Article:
Social Darwinism

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Social Darwinism

Liba 102
3/23/03
Social Darwinism is a concept that has been used in past organizations
and systems of governments to label certain patterns, within society. In
today’s modern society, people are categorized according to their traits,
skills, and principles. Social Darwinism calls this social selection; the
more intelligent, skilled, and self controlled one is, the more likely they
are to survive. This example has repeated itself throughout history in
many different cultures. The result is almost always the same, the more
fit a person is to societies mold; the more likely they are to succeed in
life.

This concept is very present in today’s society and has been in past
societies.In modern day, the most successful beings are those who are in
the wealthier percentile of the population. Because of this wealth, they
are more likely to be ambitious in life, which in turn, causes them to make
wiser decisions for themselves, which will not hinder nor destroy their
comfortable, decadent lifestyles.

There are many social scientists who have conducted tests and
theories on this subject. D. Colin Wells wrote a conference paper entitled
“Social Darwinism.” He applied the Darwinism Evolutionary Theory to the
investigation of the manner in which social institutions and doctrines
influence the survival of certain groups (Hawkins, 1997). This brought
about the question of what kinds of people were favored by society. Wells
thought that modern conditions reversed natural selection. He mostly
blamed this on political and social development; for example, taxation,
trade unions, and education for women. These were all factors that
facilitated the postponement of marriage and small families among the
worthier and wealthier percentages of society (Hawkins, 1997). Stoddard’s
point of view was closely related to wells’. He believed civilization as a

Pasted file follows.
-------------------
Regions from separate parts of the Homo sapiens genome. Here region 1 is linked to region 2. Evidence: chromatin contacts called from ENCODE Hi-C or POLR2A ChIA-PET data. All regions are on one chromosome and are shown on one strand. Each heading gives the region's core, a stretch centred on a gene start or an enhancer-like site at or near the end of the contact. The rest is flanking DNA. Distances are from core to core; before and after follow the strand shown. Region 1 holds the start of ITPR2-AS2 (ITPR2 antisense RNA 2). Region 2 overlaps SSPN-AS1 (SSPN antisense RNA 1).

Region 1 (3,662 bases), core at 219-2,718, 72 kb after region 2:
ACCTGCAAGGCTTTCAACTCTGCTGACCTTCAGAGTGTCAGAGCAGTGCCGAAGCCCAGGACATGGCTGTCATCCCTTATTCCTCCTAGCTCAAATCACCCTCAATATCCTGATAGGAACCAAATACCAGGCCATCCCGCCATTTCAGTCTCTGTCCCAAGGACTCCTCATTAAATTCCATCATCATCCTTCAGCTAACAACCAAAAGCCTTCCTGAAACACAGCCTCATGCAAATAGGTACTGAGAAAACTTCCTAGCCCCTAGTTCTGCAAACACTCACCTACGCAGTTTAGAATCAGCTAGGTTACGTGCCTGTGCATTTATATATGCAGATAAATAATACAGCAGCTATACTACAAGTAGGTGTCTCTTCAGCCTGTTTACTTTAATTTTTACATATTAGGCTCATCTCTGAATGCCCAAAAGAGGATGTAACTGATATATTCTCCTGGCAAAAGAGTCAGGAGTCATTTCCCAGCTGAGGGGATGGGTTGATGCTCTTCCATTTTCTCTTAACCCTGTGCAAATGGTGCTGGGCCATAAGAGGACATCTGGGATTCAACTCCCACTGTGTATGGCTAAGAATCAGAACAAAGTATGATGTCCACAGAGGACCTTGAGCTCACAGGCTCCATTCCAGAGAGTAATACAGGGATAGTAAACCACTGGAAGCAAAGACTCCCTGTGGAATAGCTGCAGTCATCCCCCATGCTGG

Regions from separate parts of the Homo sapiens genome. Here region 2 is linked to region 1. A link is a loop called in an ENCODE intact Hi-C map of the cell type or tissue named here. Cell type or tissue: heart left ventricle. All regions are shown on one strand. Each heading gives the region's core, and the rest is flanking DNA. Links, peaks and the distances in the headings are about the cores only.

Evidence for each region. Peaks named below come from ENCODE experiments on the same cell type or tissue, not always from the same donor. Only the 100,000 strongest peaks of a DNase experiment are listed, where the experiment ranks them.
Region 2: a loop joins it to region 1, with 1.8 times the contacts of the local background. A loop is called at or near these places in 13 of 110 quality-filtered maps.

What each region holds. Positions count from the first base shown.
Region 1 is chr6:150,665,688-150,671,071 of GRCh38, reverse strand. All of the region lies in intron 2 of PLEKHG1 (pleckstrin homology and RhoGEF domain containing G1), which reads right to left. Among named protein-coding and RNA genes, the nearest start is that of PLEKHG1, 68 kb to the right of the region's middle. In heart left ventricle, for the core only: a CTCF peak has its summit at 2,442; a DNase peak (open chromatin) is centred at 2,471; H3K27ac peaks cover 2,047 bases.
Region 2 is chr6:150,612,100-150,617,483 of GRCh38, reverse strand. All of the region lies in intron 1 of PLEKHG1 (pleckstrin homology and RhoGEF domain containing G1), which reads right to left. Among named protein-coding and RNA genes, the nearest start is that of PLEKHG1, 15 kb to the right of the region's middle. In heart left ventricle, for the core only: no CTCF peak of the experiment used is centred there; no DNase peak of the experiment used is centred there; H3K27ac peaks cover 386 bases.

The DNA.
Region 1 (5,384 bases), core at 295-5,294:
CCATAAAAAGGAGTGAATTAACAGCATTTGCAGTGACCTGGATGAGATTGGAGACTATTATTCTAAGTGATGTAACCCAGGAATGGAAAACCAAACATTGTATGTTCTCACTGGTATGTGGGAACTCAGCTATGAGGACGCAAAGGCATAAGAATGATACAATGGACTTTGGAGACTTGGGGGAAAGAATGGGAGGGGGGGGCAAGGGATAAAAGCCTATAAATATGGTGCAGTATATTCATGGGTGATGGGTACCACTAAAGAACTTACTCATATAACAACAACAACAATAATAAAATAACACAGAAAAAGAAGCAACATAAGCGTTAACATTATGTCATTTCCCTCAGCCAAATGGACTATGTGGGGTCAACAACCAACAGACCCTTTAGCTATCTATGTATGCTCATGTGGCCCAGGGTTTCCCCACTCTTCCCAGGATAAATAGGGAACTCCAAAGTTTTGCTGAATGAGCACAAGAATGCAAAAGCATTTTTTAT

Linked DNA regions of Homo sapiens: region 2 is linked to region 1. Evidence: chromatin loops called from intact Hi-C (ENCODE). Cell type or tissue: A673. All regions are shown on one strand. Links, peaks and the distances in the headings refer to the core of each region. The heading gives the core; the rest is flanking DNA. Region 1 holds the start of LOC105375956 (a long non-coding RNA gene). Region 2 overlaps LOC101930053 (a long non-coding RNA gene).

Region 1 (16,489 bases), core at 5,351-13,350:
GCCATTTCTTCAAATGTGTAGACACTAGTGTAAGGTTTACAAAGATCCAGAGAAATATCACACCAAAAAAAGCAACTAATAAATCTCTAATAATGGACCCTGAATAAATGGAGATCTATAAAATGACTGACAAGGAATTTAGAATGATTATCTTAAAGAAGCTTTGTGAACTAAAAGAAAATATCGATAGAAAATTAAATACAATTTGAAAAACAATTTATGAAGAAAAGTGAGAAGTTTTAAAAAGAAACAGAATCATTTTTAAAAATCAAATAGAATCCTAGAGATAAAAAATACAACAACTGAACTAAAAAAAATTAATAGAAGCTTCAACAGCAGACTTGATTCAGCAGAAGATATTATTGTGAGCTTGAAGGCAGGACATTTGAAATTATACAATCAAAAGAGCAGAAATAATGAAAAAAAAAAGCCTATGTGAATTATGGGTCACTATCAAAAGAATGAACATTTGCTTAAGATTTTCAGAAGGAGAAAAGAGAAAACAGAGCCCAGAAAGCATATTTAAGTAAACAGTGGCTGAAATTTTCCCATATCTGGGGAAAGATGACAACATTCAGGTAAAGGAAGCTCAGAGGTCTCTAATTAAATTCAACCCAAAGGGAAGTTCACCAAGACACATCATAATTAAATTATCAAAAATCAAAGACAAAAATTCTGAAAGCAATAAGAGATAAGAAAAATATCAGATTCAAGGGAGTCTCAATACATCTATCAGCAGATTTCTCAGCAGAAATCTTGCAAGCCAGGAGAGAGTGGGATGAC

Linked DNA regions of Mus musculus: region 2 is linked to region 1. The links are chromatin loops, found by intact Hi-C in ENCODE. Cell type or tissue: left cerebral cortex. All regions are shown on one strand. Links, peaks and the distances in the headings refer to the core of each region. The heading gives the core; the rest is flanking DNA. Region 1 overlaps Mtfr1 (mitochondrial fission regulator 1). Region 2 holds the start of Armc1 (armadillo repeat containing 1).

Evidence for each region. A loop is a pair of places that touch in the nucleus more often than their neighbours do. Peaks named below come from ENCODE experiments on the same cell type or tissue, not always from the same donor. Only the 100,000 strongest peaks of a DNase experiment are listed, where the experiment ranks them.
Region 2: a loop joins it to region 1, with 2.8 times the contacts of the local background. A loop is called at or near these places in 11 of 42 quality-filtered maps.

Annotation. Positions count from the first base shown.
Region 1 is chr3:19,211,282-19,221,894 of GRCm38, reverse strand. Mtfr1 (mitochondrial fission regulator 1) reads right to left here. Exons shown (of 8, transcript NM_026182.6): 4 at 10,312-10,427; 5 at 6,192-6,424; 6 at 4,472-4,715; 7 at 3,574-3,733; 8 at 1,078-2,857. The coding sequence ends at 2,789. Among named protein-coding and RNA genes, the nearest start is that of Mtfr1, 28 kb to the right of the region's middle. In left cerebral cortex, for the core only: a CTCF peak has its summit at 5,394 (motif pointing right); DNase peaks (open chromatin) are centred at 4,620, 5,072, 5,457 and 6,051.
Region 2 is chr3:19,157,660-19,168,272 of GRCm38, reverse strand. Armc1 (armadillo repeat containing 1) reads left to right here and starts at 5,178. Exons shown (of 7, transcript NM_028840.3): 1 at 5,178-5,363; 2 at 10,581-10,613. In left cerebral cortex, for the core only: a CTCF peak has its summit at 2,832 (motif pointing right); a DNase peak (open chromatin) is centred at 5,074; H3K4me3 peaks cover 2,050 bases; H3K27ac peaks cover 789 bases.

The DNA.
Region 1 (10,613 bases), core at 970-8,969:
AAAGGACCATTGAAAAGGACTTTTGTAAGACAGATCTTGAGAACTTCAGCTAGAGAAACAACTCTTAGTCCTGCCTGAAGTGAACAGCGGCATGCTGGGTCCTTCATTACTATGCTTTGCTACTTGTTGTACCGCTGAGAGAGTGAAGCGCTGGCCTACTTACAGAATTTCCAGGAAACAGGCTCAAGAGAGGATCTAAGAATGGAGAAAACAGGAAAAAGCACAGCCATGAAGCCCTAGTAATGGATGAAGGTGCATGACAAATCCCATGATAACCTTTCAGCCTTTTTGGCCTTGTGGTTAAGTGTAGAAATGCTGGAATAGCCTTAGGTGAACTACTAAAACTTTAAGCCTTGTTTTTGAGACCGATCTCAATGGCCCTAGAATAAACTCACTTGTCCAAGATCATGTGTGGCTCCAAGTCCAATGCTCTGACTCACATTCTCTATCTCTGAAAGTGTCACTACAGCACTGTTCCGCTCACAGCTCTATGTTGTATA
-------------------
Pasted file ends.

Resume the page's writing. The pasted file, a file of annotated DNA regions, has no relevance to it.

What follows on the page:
whole was what substituted social selection for natural selection. He
thought elite qualities were not hereditary, but caused by civilization.

Another one of his major points was that slowly, intelligence is being
breed out of American society. The successful wait to have kids later in
life, while the “unfit” have many kids, earlier decreasing their chance of
becoming successful at all. According to Stoddard, there are two solutions
to this. One is eugenics, which is “improved social selection based on
natural law.” The other is by being “eugenic conscious,” which is to
compel the wealthier to have lager families, and think of duties not rights
(Hawkins, 1997). Lapouge identified several types of social selection.

First, he discussed political selection, which was functioning through
civil wars, exile, and persecution. In other words, war eliminated the
weak indivuals. The next topic was religion, especially Catholicism,
caused by celibacy, which regulated corrupt people reproducing. The third
type discussed was moral selection. He thought prudish norms and
prohibitions hindered reproductive activities. Lastly, Lapouge discussed
economic selection, which favored an aristocracy whose wealth opened up
opportunities that might never otherwise be available to them (Hawkins,
1997).

In conclusion, most of these theories and concepts are proven true in
society’s favorism among its citizens. Especially, in America the wealthy
succeed on both moral and intelligent grounds, compared to those who have
less money. The entire concept is cyclical. The wealthy possess more
options; for example, an ambitious, successful man will have a child who
would attend a school where moral principles are valued and taught, and
where intelligence and ambition is enforced. In turn, the child will
cherish high morals, thus making wise decisions; increasing his or her
chance of succeeding in life.